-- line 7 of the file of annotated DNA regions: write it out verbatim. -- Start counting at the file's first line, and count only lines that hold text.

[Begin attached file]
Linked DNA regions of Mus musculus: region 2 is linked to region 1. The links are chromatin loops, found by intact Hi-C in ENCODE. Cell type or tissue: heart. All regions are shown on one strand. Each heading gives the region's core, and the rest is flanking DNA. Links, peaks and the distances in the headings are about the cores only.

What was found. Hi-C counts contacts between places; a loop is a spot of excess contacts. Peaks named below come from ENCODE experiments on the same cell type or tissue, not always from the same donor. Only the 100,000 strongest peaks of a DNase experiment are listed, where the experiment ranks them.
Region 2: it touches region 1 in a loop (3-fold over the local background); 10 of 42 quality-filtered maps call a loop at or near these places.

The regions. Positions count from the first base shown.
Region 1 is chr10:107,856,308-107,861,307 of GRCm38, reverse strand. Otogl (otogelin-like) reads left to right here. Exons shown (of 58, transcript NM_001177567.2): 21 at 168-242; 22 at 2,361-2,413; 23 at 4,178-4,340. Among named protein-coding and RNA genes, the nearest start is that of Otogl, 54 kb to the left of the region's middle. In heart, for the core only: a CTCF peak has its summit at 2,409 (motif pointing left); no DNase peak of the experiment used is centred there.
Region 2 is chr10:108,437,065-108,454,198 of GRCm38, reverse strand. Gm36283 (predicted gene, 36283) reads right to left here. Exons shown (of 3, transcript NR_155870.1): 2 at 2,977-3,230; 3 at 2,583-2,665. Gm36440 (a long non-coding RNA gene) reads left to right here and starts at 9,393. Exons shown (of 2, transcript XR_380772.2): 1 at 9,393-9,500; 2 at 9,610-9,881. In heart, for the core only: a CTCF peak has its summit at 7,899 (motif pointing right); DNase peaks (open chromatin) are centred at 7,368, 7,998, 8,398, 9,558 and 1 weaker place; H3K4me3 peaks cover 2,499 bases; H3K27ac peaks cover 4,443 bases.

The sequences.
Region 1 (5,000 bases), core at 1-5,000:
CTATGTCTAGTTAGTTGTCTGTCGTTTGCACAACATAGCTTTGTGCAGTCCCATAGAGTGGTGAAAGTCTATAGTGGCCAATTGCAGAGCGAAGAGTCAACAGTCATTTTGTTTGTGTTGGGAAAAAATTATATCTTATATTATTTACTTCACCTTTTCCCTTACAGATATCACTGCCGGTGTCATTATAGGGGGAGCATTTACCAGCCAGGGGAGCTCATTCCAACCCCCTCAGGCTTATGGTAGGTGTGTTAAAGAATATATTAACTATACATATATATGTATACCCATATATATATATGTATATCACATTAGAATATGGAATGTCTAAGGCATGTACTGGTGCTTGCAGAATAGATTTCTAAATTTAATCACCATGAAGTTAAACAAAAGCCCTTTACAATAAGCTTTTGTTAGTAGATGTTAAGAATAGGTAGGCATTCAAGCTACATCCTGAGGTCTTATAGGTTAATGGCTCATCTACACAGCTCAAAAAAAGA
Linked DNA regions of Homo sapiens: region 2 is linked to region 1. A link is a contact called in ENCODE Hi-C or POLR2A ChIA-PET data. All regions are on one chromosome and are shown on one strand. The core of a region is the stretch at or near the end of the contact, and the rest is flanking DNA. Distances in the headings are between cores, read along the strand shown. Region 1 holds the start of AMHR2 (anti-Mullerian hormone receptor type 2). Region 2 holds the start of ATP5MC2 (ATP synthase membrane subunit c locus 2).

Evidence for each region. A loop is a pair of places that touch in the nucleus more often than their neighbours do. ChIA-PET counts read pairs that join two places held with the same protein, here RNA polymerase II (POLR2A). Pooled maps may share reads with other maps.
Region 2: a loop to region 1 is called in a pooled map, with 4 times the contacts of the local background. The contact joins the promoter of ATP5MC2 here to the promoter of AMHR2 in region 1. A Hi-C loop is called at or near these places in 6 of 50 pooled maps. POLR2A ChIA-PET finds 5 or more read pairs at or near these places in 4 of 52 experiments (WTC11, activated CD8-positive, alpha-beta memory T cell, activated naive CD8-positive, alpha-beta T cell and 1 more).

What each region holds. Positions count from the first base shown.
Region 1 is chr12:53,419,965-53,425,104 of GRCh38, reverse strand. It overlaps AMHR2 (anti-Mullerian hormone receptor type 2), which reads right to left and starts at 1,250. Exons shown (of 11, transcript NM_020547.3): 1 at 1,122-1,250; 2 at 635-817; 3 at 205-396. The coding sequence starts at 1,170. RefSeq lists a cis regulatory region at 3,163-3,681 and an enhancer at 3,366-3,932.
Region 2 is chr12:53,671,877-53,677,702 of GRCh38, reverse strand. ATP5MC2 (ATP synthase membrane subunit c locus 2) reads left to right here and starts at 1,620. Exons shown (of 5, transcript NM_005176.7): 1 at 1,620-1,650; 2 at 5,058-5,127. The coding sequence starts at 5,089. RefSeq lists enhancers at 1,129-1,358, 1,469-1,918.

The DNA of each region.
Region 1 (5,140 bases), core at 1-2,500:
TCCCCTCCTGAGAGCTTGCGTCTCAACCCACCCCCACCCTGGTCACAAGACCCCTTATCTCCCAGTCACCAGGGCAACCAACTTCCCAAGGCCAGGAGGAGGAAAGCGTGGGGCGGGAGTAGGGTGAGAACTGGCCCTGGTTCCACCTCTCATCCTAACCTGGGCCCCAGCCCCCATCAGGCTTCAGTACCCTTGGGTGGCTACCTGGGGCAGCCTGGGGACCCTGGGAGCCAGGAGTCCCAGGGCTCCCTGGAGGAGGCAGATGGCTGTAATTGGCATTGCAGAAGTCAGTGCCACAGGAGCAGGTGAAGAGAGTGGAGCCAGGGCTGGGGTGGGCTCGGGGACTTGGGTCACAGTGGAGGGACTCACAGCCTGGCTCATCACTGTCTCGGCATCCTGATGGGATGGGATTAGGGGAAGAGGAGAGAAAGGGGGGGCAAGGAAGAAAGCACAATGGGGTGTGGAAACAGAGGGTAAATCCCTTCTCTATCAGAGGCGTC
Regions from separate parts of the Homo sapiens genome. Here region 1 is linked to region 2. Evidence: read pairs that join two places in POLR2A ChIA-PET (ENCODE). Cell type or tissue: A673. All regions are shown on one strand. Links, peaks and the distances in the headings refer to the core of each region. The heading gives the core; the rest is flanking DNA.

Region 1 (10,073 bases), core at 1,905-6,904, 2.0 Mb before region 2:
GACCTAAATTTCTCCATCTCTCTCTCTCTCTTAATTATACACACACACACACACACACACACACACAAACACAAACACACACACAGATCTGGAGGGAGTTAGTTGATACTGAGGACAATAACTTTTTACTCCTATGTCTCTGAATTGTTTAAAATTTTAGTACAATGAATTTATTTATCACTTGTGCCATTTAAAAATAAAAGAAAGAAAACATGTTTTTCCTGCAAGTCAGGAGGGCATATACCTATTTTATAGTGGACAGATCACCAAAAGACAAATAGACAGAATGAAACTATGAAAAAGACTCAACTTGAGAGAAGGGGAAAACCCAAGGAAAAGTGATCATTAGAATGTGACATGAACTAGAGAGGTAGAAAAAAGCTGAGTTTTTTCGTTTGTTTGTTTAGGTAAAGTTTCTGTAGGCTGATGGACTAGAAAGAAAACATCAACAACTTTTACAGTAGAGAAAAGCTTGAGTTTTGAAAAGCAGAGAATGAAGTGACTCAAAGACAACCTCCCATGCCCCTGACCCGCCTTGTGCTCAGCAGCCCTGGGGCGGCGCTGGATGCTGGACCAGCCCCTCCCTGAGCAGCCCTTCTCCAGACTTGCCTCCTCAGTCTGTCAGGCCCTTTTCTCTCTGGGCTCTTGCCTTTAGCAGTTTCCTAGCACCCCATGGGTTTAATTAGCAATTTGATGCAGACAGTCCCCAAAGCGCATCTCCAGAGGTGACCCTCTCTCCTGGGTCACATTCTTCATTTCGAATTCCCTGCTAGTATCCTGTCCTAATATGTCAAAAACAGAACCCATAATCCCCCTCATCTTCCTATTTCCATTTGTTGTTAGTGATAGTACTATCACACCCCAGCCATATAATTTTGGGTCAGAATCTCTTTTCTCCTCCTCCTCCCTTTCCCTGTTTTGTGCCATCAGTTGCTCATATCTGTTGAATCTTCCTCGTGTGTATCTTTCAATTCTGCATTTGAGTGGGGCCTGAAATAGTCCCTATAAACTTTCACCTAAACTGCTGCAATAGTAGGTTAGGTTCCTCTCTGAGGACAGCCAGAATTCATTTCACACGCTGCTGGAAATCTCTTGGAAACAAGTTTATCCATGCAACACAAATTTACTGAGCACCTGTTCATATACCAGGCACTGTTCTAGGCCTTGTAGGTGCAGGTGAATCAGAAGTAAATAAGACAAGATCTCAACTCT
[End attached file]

The sequences.